COVID-19 (coronavirus) Hearing

Face masks and hearing loss: Tips for supporting individuals with hearing loss during the pandemic

people with masks at pharmacy
Monica Matys
Written by Monica Matys

Face masks are an important measure in helping prevent the spread of COVID-19. For Jeff and Debbie Gifford, who live with hearing loss, they say taking certain steps can help ease the process of communicating with friends, family and when out in the community and wearing a mask. Along with their otolaryngologist Dr. Vincent Lin, they offer their perspectives and tips on making conversation as seamless as possible while still staying safe.

How much do you normally lip read to communicate?

J&D: Both Debbie and I have one cochlear implant, which has changed the amount of lip reading we do. Before receiving our devices, Debbie would lip read about 90 per cent of the time, and I did about 70 per cent of the time. Since receiving our implants, however, we are forcing ourselves to rely more on our devices. That being said, lip reading is another cue that helps in difficult listening situations, and for the most part masks eliminate that visual cue.

What tips can you offer to improve communication while wearing a mask?

J&D:  There are few things to consider. Communication is a two way street after all!

For people with “normal” hearing who are speaking to a hearing impaired individual through a mask, speak slowly, a little louder than normal, and rephrase your remarks if they are not understood. It is also helpful to have easy access to a notepad and pen so you can jot things down as a last resort.

If there is a group interacting with a hearing impaired individual, make sure only one person speaks at a time. If possible, eliminate any background noise, such as turning off music or moving to a quieter area. Above all, remain patient!

From the point-of-view of the person with a hearing loss, be up front with the individual, and tell them you have a hearing loss and would appreciate them speaking a bit slower and louder. We’ve even seen masks and buttons with the words “I am hearing impaired” or something similar written on them, which we think is an excellent way to let people know you need extra help. If it is safe to do so – for example the person is behind a barrier and/or is at least 2 meters away – perhaps ask them to briefly remove their mask and repeat what they are saying. Even though there may be challenges, try to remain patient during the interaction.

If it is safe to do so, have a reliable friend or family member be present at a safe distance for the interaction to help interpret the conversation. If you are visiting a clinic or hospital, be sure to check in advance about their visitor policies.

Any other tips?

J&D: Something we hope will become more widespread is the use of accessible face masks. These masks have a transparent window where the mouth is, and would be especially beneficial in circumstances where there is a high degree of hearing loss and lip reading is necessary.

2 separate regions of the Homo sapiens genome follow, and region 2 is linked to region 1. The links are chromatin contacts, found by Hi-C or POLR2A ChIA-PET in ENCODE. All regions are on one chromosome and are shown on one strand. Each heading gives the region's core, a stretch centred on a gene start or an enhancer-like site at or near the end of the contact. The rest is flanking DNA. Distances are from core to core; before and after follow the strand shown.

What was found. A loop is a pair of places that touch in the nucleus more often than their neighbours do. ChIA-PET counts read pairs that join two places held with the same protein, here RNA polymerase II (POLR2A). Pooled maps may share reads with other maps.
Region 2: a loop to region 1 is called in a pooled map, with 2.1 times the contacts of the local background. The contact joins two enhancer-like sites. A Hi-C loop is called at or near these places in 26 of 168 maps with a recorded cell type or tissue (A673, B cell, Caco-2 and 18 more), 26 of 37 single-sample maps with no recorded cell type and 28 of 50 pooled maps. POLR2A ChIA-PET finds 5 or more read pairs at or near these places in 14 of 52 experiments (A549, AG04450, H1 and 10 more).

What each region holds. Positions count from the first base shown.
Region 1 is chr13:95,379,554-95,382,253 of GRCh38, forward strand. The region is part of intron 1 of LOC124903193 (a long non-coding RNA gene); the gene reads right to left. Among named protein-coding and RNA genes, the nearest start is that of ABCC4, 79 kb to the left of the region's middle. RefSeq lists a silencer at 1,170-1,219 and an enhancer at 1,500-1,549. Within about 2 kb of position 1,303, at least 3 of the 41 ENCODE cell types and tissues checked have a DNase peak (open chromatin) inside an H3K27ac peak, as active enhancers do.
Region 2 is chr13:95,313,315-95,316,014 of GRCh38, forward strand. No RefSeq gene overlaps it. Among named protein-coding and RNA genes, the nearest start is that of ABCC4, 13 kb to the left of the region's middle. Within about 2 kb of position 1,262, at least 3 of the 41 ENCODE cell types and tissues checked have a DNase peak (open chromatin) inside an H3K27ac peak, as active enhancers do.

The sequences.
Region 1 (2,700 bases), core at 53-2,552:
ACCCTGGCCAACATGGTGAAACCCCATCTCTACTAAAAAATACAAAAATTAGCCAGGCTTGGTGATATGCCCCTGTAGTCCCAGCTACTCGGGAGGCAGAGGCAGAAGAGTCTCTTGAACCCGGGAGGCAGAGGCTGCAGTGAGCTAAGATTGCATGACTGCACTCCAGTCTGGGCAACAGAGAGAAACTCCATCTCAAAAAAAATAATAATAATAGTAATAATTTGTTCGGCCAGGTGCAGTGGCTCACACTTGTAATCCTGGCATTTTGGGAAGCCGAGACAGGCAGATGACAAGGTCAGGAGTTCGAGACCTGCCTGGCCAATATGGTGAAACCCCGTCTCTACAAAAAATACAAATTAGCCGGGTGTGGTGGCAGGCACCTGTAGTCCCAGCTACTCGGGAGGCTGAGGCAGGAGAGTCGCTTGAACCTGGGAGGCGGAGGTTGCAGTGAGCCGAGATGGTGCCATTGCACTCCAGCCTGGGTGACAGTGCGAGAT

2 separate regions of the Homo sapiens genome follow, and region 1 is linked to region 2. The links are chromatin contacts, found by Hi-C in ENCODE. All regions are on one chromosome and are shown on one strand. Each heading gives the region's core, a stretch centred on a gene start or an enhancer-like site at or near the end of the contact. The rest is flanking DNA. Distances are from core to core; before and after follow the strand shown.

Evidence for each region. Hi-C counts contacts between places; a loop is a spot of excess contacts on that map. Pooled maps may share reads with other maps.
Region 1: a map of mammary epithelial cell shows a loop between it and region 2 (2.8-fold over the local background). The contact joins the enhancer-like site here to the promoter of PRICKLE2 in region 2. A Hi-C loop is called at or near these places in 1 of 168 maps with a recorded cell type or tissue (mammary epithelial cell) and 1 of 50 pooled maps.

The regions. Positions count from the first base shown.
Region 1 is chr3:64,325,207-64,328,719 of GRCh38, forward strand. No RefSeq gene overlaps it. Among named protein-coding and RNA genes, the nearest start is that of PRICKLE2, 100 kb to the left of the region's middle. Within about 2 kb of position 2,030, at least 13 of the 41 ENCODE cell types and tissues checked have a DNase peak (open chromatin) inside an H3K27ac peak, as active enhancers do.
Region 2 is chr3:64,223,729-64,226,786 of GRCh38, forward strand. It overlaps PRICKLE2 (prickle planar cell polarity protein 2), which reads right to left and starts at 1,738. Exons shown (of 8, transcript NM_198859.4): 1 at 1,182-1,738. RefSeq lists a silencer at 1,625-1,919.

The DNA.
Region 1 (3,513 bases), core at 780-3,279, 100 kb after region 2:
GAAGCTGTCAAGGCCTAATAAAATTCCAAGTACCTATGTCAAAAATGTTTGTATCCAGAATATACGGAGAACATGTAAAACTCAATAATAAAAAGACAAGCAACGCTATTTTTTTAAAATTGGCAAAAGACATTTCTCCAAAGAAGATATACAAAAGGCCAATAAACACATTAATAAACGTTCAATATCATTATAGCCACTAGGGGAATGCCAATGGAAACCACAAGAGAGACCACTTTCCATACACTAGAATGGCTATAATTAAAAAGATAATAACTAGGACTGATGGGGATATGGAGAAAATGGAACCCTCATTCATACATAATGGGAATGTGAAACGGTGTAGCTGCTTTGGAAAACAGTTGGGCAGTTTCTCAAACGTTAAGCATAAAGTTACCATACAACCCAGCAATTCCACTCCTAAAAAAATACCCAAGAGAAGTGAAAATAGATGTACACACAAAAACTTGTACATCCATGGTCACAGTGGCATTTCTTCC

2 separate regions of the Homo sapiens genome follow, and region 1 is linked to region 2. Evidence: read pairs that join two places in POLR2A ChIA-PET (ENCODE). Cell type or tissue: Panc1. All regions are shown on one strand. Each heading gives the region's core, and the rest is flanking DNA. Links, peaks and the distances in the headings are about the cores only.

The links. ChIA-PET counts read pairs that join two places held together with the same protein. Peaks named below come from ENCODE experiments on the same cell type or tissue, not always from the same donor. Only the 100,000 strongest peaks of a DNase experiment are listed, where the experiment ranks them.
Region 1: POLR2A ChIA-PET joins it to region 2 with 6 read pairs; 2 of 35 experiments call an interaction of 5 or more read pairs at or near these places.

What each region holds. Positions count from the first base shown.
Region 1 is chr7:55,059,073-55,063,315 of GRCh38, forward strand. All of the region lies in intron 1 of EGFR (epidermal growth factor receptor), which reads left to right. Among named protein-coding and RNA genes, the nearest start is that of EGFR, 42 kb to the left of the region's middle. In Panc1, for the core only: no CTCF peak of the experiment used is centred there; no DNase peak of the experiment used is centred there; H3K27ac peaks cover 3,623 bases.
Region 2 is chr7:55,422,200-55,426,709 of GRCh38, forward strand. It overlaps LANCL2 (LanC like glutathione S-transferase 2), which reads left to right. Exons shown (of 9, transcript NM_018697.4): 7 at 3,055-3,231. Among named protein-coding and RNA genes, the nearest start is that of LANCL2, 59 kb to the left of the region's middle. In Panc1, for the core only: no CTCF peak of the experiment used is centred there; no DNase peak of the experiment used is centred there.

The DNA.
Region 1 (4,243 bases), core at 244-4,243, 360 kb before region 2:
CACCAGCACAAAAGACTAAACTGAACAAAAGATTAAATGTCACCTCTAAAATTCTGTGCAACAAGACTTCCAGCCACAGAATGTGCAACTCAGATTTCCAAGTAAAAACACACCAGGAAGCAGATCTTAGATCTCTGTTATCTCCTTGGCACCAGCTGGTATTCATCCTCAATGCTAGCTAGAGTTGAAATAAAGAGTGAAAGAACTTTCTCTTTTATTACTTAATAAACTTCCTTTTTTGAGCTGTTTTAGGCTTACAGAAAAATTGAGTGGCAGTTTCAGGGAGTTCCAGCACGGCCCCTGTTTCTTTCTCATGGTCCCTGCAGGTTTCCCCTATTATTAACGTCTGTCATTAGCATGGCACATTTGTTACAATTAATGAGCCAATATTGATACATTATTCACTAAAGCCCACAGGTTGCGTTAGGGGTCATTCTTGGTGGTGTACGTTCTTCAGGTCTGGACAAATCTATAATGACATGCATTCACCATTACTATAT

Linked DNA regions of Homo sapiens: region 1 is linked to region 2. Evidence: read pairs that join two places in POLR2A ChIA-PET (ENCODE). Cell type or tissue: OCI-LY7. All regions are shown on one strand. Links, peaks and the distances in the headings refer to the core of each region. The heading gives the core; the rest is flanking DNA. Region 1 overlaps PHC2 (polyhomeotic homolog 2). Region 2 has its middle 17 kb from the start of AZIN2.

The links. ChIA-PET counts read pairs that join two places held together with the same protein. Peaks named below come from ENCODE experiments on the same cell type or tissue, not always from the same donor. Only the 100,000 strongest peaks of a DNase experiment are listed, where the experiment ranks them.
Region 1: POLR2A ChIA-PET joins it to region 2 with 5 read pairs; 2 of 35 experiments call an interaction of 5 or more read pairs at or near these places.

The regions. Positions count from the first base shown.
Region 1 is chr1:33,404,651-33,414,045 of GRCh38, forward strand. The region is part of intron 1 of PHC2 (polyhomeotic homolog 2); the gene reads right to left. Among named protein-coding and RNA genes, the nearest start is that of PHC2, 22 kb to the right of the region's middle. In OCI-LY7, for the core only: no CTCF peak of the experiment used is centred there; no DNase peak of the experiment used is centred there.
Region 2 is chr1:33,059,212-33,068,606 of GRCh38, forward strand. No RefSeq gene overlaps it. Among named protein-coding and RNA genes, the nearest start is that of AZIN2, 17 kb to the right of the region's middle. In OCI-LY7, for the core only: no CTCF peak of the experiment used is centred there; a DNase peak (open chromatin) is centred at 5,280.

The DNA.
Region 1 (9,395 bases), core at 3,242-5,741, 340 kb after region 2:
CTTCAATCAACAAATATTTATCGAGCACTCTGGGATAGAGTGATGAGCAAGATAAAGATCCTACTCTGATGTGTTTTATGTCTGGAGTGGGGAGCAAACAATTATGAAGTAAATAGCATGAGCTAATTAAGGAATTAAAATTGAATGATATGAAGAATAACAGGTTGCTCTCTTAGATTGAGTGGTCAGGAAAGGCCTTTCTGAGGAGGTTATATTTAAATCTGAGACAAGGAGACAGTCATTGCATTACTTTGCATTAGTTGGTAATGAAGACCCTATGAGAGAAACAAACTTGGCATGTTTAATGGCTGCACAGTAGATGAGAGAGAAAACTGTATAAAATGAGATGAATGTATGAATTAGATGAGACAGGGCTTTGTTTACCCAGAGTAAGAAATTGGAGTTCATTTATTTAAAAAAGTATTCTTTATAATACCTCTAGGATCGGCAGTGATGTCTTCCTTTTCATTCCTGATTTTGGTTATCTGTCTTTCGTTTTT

Signage can also be incredibly helpful, especially in situations where a repetitive question is being asked. For example, screening is now common before entering certain stores, so having an image or simply worded sign at the point of interaction can act as a backup if communication is difficult.

There are also various apps available that can help convert speech to text on your mobile device. These would need to be applied in a quiet space, however, to ensure proper social distancing is possible.

Dr. Lin, how are you and your team at Sunnybrook overseeing communication with patients?

Dr. Lin: Mandatory mask wearing is definitely important, and we have come up with a few solutions when challenges may arise. For those patients who have good lip-reading abilities, our clinical staff now wear special masks with a transparent window placed near the lips, as Jeff and Debbie mentioned earlier. We have also done our best to eliminate ambient and background noise in our clinic environment during patient encounters. For patients who can sign, we continue to offer access to sign language interpreters.

For patients who have new onset hearing loss and cannot read lips, we have always had the ability to type for them on our computer screens. This allows us to interact without actually having to speak.

What advice and tips would you provide for improving communication while wearing a mask?

Dr. Lin:  During these challenging times, let’s be patient and considerate of others! If there are individuals having trouble hearing you, try and find a quiet environment free of background noise and then speak slowly and clearly. Remember that hearing loss is really an invisible disability, so an ounce of kindness and consideration will go a long way

About the author

Monica Matys

Monica Matys

Monica Matys is a Communications Advisor at Sunnybrook.

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